A Digital Methods Development Workshop organised by the Cambridge Digital Humanities Network in collaboration with Université de Pau.
Convened by Dr Jean Khalfa (Trinity College, University of Cambridge), Dr Anne Alexander (Cambridge Digital Humanities Network), and Prof. Isabelle Chol (Université de Pau et des Pays de l'Adour - Centre de Recherche en Poétique, Histoire Littéraire et Linguistique (CRPHLL))
This workshop will introduce a new project which aims to make accessible the works and archives (textual/visual) of a series of Romanian avant-gardes movements over the 20th century. These movements (evolving groups of artists and writers) have had a major influence on the art and writing of the 20th Century, such as Dada, which was created by Tristan Tzara and Marcel Janco (Iancu), and Lettrism, which was created by Isidore Isou, and then gave rise to Situationism. Yet apart from a few figures they are astonishingly little known or properly studied, largely because the large mass of work they produced is not available.
These works, which are located in at least 3 countries, are written in several languages, and comprise text (books, journal, pamphlets), visual work, audio-visual recordings and intermedial material. These archives would be digitised, transcribed, tagged (multilingually, using Europeana norms) and linked (manually and then automatically, hopefully) to historical and critical material already published and to come. The system would also include a crowd-translation module and chronological mapping tool.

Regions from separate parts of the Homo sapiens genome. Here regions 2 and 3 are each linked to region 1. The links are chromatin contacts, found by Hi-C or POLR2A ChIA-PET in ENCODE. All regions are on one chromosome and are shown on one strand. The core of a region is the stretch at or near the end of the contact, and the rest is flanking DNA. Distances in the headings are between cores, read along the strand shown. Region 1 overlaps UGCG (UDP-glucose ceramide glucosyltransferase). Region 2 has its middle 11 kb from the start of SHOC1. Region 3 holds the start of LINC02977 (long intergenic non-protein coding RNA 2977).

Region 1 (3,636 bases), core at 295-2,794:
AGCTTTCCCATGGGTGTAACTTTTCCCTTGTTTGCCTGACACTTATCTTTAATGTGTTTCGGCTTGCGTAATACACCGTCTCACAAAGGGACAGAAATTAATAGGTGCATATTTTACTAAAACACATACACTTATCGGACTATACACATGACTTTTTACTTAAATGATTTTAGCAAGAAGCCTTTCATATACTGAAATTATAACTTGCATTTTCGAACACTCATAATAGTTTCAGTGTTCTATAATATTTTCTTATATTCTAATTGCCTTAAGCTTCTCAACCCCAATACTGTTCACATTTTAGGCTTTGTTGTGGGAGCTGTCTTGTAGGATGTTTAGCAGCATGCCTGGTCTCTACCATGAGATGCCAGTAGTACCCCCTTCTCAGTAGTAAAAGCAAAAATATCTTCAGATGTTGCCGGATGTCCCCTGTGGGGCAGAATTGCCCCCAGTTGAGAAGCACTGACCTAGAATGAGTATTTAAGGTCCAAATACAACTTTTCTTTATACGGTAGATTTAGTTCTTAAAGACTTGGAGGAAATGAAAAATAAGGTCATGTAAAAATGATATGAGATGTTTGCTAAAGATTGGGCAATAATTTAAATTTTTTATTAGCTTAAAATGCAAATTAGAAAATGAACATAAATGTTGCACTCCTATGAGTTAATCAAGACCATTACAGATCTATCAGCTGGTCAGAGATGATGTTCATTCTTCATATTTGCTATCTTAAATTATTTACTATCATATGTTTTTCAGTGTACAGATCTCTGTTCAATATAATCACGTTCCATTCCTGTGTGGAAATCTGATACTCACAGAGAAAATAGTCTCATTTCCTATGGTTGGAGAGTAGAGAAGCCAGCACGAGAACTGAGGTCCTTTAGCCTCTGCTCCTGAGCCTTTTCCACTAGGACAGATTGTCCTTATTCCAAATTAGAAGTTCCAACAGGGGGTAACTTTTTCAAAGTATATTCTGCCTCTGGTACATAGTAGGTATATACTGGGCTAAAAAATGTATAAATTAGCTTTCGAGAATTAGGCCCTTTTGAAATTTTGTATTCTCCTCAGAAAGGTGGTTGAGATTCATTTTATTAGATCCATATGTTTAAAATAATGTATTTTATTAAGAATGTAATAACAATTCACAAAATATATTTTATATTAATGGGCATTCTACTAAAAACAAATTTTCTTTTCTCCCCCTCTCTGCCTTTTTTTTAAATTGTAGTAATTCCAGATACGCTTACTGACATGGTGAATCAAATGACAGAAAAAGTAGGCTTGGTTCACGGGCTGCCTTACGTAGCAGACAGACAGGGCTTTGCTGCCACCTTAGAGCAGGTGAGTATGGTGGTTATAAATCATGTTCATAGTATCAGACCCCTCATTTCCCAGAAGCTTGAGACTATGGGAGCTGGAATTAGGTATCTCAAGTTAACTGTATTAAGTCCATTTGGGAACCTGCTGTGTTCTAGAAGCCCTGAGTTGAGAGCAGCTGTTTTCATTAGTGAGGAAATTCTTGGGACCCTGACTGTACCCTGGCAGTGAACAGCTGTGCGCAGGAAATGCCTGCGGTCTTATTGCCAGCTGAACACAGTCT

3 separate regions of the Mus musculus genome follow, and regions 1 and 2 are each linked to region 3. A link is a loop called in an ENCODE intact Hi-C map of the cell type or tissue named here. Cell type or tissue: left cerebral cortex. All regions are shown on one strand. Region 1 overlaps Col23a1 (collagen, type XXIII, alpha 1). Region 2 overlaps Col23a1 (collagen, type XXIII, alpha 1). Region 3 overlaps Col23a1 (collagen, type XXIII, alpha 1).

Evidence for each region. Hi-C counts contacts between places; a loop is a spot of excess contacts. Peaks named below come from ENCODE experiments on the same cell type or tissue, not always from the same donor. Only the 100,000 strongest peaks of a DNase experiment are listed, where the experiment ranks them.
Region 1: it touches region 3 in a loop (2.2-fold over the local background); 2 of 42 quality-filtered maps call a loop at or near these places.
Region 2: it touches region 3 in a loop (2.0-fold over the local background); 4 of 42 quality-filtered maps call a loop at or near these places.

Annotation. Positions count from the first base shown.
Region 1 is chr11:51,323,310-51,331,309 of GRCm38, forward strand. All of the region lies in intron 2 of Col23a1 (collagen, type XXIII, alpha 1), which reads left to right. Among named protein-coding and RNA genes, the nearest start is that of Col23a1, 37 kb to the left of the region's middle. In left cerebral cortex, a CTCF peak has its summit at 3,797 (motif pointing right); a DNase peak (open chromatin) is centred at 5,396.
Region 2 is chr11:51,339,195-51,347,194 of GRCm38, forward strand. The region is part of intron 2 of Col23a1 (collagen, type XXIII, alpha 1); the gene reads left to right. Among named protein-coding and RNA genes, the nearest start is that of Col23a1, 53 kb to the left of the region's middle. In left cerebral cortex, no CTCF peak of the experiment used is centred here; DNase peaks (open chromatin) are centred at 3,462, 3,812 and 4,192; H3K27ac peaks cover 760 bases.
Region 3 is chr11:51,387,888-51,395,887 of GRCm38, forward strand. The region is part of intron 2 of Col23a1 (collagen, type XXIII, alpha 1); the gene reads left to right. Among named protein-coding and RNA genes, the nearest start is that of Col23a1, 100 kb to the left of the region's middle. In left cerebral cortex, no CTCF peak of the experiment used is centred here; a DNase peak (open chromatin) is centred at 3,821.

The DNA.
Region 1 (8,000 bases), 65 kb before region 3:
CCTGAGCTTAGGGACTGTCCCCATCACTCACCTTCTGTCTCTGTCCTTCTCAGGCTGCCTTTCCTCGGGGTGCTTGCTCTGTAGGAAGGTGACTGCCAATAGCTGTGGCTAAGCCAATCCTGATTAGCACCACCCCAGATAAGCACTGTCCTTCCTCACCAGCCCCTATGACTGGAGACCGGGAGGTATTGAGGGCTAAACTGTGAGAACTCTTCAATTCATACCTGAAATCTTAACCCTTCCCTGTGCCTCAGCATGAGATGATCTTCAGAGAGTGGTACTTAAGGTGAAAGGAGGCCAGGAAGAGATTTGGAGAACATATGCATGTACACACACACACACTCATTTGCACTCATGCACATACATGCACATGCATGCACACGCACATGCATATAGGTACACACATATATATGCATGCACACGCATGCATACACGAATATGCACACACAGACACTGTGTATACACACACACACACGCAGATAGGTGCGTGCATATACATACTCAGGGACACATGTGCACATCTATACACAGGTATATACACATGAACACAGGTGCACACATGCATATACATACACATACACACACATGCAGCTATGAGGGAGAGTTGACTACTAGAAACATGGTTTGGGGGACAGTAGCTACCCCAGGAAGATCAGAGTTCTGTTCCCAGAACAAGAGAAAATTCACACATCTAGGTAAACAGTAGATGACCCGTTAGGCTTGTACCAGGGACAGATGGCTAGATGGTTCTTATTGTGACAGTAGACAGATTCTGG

The crux of the approach is to join preservation and the mapping of the circulation of the writers/artists/texts involved, to display their interactions and influences over time and space. Our own critical aim is to understand precisely how the marginal turns into the significant or the major.
Join us for a participatory workshop to explore the challenges of building a digital platform to enable researchers to map the interactions between artists and writers across different languages, places and times, as traced through the rich collections of images, texts and films preserved in archives across Europe and Israel.